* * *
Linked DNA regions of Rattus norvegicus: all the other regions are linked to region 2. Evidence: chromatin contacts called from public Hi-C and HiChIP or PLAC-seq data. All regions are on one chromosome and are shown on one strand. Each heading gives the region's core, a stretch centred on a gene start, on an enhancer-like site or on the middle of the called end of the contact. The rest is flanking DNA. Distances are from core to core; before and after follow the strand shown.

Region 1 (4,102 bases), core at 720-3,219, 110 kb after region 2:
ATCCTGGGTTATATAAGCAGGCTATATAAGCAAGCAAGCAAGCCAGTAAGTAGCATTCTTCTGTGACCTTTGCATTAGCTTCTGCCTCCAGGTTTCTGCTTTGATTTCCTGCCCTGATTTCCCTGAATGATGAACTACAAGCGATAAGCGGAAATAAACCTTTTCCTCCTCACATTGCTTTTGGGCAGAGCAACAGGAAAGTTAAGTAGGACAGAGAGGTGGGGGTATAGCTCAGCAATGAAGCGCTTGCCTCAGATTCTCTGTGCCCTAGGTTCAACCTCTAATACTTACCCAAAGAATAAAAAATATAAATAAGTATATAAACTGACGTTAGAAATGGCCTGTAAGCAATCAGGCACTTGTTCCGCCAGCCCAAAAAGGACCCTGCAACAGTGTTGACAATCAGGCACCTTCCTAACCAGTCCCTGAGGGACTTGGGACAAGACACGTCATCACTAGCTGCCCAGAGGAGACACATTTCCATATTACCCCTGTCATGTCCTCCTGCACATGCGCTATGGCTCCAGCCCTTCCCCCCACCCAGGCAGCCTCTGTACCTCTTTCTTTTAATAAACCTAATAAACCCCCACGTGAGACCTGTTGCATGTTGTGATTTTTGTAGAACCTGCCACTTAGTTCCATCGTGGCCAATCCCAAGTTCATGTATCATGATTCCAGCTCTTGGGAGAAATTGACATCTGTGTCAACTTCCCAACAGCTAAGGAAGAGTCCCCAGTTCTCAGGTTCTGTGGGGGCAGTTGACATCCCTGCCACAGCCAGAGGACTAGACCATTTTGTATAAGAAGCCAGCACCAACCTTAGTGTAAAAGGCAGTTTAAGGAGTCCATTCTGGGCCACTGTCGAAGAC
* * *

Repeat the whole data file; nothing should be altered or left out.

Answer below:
Linked DNA regions of Rattus norvegicus: all the other regions are linked to region 2. Evidence: chromatin contacts called from public Hi-C and HiChIP or PLAC-seq data. All regions are on one chromosome and are shown on one strand. Each heading gives the region's core, a stretch centred on a gene start, on an enhancer-like site or on the middle of the called end of the contact. The rest is flanking DNA. Distances are from core to core; before and after follow the strand shown.

Region 1 (4,102 bases), core at 720-3,219, 110 kb after region 2:
ATCCTGGGTTATATAAGCAGGCTATATAAGCAAGCAAGCAAGCCAGTAAGTAGCATTCTTCTGTGACCTTTGCATTAGCTTCTGCCTCCAGGTTTCTGCTTTGATTTCCTGCCCTGATTTCCCTGAATGATGAACTACAAGCGATAAGCGGAAATAAACCTTTTCCTCCTCACATTGCTTTTGGGCAGAGCAACAGGAAAGTTAAGTAGGACAGAGAGGTGGGGGTATAGCTCAGCAATGAAGCGCTTGCCTCAGATTCTCTGTGCCCTAGGTTCAACCTCTAATACTTACCCAAAGAATAAAAAATATAAATAAGTATATAAACTGACGTTAGAAATGGCCTGTAAGCAATCAGGCACTTGTTCCGCCAGCCCAAAAAGGACCCTGCAACAGTGTTGACAATCAGGCACCTTCCTAACCAGTCCCTGAGGGACTTGGGACAAGACACGTCATCACTAGCTGCCCAGAGGAGACACATTTCCATATTACCCCTGTCATGTCCTCCTGCACATGCGCTATGGCTCCAGCCCTTCCCCCCACCCAGGCAGCCTCTGTACCTCTTTCTTTTAATAAACCTAATAAACCCCCACGTGAGACCTGTTGCATGTTGTGATTTTTGTAGAACCTGCCACTTAGTTCCATCGTGGCCAATCCCAAGTTCATGTATCATGATTCCAGCTCTTGGGAGAAATTGACATCTGTGTCAACTTCCCAACAGCTAAGGAAGAGTCCCCAGTTCTCAGGTTCTGTGGGGGCAGTTGACATCCCTGCCACAGCCAGAGGACTAGACCATTTTGTATAAGAAGCCAGCACCAACCTTAGTGTAAAAGGCAGTTTAAGGAGTCCATTCTGGGCCACTGTCGAAGAC